The Bigtree alligator wrestling dynasty is in decline — think Buddenbrooks set in the Florida Everglades — and Swamplandia!, their island home and gator-wrestling theme park, is swiftly being encroached upon by a sophisticated competitor known as the World of Darkness.
Ava, a resourceful but terrified twelve year old, must manage seventy gators and the vast, inscrutable landscape of her own grief. Her mother, Swamplandia!’s legendary headliner, has just died; her sister is having an affair with a ghost called the Dredgeman; her brother has secretly defected to the World of Darkness in a last-ditch effort to keep their sinking family afloat; and her father, Chief Bigtree, is AWOL. To save her family, Ava must journey on her own to a perilous part of the swamp called the Underworld, a harrowing odyssey from which she emerges a true heroine. – Goodreads
You’re not exactly going to have a normal childhood if you grow up wrestling alligators in a Florida swamp. But even by these standards, the Bigtree family is anything but ordinary. The story starts as Swamplandia!, an alligator-wrestling family’s theme park, is in its decline. The park is located on an island off the Florida coast and houses up to 100 alligators (along with various other animals) at a given time. The park boasts a champion alligator-wrestler – Hilola Bigtree, wife to Chief Bigtree and mother to our main characters, Ava, Osceola and Kiwi Bigtree.
It sounds like a rich, exciting setting, doesn’t it? But within the first hundred pages they’ve lost their champion alligator wrestler, Hilola Bigtree to cancer, and the park’s founder (and the children’s grandfather) Sawtooth Bigtree to the mental labyrinth of old age. Not only that, but another amusement park has opened up on the mainland that steals their audience away. It’s a confluence of unfortunate circumstances that creates a variety of negative effects on Hilola’s husband, Chief Bigtree, and their three children. It’s not long before the audience begins to falter, the park is temporarily closed, Chief Bigtree disappears to the mainland in search of “investors,” and the oldest sibling, Kiwi, has run away in search of more viable economic prospects to support the family.
The book started strong. I loved learning about alligators (particularly after playing with a baby gator named Elvis when I was in Louisiana – go here if you missed my pic) and imagining what it would be like to grow up watching your mother dive into a pit of live gators night after night. The potential of this fictional landscape is immense. I expected a sense of the magical, even if it wasn’t magical realism. With such an overstated setting, how could there not be?
Unfortunately the magic I got wasn’t the kind I was hoping for. Ossie, the middle child, becomes obsessed with the occult – going to far as to begin “dating” a series of ghosts. At first it seems this is just a socially isolated teen’s imagination running riot. Until it isn’t, and soon her fantasies have taken over, and whether they’re real or not, they’re creating real-life problems for her and her sister.
But I think the biggest difficulty I had with this book was that it opened on such a down note, and every time you think things are looking up, something else goes wrong. Which isn’t to say stories have to be happy to be good – they don’t. But I think it would have really helped if the story had opened earlier so we could have experienced the park’s heyday and seen Hilola as an gator wrestler and mother before her death. This would have helped the reader become more invested in her family and home. But because she is gone, with Grandpa Bigtree and the park following, it’s hard to want to stick with the story to find out what happens. It’s just a real downer.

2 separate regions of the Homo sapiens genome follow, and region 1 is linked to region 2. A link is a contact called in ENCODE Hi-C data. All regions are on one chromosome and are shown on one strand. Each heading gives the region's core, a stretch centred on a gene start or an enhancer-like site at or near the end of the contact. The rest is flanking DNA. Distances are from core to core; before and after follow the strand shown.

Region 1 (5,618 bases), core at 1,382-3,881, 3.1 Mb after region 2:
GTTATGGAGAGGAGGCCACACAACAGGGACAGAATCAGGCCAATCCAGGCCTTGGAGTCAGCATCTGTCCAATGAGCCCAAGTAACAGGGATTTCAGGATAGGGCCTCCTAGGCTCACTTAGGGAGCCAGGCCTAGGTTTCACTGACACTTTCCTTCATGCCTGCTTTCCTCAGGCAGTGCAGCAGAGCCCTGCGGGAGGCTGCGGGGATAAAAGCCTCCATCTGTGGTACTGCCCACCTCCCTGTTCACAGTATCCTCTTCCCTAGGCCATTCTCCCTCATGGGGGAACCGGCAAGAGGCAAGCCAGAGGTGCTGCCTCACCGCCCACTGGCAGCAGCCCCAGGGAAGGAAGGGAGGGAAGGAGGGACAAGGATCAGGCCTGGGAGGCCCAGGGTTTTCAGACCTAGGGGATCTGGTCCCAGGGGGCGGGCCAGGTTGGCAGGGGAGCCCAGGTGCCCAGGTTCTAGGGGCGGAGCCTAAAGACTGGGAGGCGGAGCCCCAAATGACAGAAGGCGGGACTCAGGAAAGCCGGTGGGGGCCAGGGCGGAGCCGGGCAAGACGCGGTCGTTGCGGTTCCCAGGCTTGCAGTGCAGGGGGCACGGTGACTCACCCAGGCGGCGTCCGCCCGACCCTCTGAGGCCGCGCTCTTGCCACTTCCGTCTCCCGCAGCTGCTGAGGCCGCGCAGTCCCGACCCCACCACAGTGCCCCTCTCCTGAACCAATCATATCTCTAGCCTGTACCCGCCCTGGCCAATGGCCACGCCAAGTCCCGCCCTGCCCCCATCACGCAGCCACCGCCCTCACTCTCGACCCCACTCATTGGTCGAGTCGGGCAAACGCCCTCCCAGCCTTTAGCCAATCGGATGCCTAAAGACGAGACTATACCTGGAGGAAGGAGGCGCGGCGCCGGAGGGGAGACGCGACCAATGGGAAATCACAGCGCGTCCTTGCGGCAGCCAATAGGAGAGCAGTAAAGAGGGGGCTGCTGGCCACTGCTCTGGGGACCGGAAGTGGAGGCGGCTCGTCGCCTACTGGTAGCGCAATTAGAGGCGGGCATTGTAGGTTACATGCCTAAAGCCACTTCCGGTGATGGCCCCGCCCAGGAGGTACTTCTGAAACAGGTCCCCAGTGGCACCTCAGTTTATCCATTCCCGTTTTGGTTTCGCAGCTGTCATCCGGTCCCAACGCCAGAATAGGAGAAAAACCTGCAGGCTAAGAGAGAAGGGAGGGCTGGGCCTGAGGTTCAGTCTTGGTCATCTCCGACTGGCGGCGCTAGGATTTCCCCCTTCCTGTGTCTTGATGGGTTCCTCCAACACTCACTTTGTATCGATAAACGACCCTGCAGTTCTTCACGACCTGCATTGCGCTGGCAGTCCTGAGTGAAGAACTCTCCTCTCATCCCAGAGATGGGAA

Based on the description of this book, I expected: Quirky kids. A setting fraught with contained threat (dangerous alligators handled as part of a show). A bit of magical realism and probably some overcoming of obstacles – real or imagined. Such potential for a thoroughly enjoyable literary romp.
What I got: a book that, while beautifully written, started on a down note and continued to descend from there. Neglected children. A depressing set of characters handling everything from mental instability to social awkwardness to dementia to assault to bankruptcy. Does that sound like fun?
I think this is a book that will appeal to a certain type of reader. If you are one who has the stamina for a story that twists and turns through dark territory but has passages of beautiful writing and does an amazing job of setting the scene, this is a book for you. Likewise if you are fascinated by the Florida swamplands and/or paranormal stories, there’s a lot here that will appeal to you. But if you like more entertaining books that have bright, shiny magic, this may turn out to be a bit disappointing. Many people I’ve talked to have loved this book, so if you feel like this is a story you’ll enjoy, don’t be deterred. I feel like it’s one you’ll either love or hate – but either way, it’ll leave a strong impression!
Author: Karen Russell
Published By: Vintage Books
Released: July 26, 2011
Genre: Fiction, Family, Character-Driven
Date Read: March 2-9, 2015
Rating: 5 or 6/10